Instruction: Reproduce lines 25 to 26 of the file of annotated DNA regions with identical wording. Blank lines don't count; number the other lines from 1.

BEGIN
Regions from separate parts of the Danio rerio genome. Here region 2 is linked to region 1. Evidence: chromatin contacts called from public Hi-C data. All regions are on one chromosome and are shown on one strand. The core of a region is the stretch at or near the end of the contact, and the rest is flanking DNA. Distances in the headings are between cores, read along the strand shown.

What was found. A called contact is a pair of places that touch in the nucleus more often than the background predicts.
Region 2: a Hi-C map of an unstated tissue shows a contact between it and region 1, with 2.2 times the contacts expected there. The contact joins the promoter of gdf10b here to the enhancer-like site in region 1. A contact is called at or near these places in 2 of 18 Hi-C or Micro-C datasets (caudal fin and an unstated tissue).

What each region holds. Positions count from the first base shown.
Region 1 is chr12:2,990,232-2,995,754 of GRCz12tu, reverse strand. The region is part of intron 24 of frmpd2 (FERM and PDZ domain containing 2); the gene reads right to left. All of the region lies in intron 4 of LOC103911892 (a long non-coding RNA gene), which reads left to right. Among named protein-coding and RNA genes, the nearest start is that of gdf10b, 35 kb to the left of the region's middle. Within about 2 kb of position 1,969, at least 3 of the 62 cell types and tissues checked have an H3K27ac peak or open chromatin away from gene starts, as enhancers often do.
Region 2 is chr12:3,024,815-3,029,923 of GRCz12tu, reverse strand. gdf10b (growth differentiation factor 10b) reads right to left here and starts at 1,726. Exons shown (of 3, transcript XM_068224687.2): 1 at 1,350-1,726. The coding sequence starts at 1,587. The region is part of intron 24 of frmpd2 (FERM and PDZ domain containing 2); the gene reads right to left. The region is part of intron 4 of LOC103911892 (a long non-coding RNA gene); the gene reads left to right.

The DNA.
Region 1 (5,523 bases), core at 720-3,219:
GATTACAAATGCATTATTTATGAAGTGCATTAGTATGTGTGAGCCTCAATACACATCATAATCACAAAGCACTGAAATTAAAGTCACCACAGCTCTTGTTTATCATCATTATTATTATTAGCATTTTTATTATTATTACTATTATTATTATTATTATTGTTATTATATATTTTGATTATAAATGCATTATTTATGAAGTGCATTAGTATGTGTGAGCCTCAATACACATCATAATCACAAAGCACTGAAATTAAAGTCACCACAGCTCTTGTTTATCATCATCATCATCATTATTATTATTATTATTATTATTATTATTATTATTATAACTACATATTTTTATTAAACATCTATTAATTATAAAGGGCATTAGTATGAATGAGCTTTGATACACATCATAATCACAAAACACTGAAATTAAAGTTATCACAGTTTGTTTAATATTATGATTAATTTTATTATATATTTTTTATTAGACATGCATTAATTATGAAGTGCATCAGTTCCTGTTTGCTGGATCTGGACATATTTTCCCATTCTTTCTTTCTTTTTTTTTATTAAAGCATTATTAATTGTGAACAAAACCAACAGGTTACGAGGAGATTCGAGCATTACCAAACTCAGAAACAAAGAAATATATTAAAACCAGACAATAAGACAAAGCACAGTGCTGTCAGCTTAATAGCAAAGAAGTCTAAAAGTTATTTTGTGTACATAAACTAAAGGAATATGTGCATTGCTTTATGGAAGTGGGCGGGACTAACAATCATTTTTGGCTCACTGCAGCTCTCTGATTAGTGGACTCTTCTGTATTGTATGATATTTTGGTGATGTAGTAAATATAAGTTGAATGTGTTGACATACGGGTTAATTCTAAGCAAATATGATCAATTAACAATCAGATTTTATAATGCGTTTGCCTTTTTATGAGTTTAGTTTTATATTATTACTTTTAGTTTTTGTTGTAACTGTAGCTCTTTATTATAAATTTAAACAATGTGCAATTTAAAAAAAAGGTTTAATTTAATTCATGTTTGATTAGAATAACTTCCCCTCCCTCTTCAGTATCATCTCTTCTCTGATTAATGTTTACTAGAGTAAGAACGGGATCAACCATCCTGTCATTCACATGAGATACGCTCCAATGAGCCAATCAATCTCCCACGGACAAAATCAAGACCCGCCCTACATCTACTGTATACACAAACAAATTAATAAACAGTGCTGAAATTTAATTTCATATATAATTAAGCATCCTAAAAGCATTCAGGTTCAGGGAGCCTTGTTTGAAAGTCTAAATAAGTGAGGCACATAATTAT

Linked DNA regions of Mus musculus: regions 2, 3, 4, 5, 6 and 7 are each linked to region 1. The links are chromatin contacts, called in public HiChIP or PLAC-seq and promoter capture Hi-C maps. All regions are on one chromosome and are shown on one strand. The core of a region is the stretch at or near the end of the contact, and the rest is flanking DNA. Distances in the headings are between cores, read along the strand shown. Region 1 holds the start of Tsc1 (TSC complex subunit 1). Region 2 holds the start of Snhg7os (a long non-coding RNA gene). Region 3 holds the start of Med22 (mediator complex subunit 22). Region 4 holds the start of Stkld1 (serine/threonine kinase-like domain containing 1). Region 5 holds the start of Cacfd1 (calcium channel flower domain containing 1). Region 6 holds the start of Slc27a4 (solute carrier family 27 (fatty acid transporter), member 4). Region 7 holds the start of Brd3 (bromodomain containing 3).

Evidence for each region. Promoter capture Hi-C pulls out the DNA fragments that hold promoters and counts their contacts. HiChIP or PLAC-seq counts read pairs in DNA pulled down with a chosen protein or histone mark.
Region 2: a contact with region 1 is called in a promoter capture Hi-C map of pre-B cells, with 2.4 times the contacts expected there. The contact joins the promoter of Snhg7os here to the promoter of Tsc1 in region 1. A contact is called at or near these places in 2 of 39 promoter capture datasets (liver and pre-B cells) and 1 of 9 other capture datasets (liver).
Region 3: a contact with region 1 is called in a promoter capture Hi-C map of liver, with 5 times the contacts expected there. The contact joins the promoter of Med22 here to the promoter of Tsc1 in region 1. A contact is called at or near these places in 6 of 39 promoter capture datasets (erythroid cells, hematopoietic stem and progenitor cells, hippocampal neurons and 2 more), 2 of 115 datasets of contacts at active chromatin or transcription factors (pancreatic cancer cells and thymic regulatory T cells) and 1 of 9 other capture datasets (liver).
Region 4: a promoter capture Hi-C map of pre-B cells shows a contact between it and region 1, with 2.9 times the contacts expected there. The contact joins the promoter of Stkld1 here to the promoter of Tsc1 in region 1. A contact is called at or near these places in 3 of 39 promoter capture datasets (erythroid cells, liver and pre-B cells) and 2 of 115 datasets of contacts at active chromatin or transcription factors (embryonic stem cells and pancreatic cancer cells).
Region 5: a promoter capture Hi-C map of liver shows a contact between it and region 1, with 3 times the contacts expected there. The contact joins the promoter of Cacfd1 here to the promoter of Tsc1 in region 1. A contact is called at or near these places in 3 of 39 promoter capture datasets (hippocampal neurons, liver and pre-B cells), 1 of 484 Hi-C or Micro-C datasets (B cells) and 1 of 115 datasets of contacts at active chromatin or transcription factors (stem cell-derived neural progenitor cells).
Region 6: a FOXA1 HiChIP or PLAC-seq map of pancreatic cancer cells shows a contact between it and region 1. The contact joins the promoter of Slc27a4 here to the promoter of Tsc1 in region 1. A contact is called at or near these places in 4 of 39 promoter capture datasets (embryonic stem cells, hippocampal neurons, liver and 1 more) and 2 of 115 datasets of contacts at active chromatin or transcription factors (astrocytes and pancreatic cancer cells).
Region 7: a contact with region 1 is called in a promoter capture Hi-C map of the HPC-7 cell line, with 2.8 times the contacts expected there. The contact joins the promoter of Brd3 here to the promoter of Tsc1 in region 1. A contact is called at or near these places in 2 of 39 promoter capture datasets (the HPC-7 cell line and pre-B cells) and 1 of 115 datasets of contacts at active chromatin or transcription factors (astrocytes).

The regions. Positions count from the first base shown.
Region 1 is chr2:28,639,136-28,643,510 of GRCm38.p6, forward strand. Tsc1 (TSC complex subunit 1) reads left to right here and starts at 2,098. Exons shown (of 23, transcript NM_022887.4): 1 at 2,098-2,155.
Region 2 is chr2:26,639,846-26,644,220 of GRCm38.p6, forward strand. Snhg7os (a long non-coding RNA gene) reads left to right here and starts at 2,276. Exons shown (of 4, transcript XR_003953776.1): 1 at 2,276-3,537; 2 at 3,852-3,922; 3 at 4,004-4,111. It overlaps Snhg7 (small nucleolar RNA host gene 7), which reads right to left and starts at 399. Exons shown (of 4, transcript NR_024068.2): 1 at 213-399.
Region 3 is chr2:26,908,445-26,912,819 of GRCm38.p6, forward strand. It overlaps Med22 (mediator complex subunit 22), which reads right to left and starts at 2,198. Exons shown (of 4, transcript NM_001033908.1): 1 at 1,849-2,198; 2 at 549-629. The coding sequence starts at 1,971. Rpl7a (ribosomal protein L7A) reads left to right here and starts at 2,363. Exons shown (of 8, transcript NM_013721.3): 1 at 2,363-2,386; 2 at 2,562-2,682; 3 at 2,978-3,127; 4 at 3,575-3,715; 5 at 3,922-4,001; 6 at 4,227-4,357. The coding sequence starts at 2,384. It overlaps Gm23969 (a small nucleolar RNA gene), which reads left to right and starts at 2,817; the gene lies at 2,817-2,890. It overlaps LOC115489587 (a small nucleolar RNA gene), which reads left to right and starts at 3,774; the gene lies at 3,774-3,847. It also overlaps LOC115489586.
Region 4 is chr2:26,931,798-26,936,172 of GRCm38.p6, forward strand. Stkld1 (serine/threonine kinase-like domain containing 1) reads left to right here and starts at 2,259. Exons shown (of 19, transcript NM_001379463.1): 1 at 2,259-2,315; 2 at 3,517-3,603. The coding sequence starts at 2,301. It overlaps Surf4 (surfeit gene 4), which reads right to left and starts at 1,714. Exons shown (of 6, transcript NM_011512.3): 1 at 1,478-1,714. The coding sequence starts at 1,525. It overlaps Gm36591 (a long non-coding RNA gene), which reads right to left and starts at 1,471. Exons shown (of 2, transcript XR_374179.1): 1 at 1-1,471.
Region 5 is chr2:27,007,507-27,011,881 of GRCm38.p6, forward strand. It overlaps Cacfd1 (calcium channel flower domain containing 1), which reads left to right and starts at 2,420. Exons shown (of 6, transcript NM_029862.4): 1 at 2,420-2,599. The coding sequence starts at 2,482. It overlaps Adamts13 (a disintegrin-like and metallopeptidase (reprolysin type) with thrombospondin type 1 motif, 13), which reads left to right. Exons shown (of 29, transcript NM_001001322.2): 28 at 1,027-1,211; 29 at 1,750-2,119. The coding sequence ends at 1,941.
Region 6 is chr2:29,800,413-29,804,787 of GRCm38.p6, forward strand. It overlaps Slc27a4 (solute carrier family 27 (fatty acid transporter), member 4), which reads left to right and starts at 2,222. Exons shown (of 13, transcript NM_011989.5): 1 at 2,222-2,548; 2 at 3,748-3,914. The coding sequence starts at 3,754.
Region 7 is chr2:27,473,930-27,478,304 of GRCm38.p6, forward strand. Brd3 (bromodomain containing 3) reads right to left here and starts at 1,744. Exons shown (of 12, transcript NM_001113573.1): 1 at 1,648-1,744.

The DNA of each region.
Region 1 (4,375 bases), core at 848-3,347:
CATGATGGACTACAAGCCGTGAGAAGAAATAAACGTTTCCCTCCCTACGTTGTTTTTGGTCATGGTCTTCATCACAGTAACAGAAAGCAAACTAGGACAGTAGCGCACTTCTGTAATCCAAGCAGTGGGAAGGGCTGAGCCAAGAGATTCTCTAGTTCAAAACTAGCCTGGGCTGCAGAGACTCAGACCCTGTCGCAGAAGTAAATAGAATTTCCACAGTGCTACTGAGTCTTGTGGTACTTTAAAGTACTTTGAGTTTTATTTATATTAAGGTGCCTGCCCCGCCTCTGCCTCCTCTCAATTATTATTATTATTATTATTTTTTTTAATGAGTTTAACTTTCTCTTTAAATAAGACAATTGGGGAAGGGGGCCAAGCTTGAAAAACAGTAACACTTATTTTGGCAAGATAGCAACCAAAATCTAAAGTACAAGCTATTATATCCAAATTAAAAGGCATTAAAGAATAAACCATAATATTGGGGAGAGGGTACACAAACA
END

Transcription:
Region 7 is chr2:27,473,930-27,478,304 of GRCm38.p6, forward strand. Brd3 (bromodomain containing 3) reads right to left here and starts at 1,744. Exons shown (of 12, transcript NM_001113573.1): 1 at 1,648-1,744.

The DNA of each region.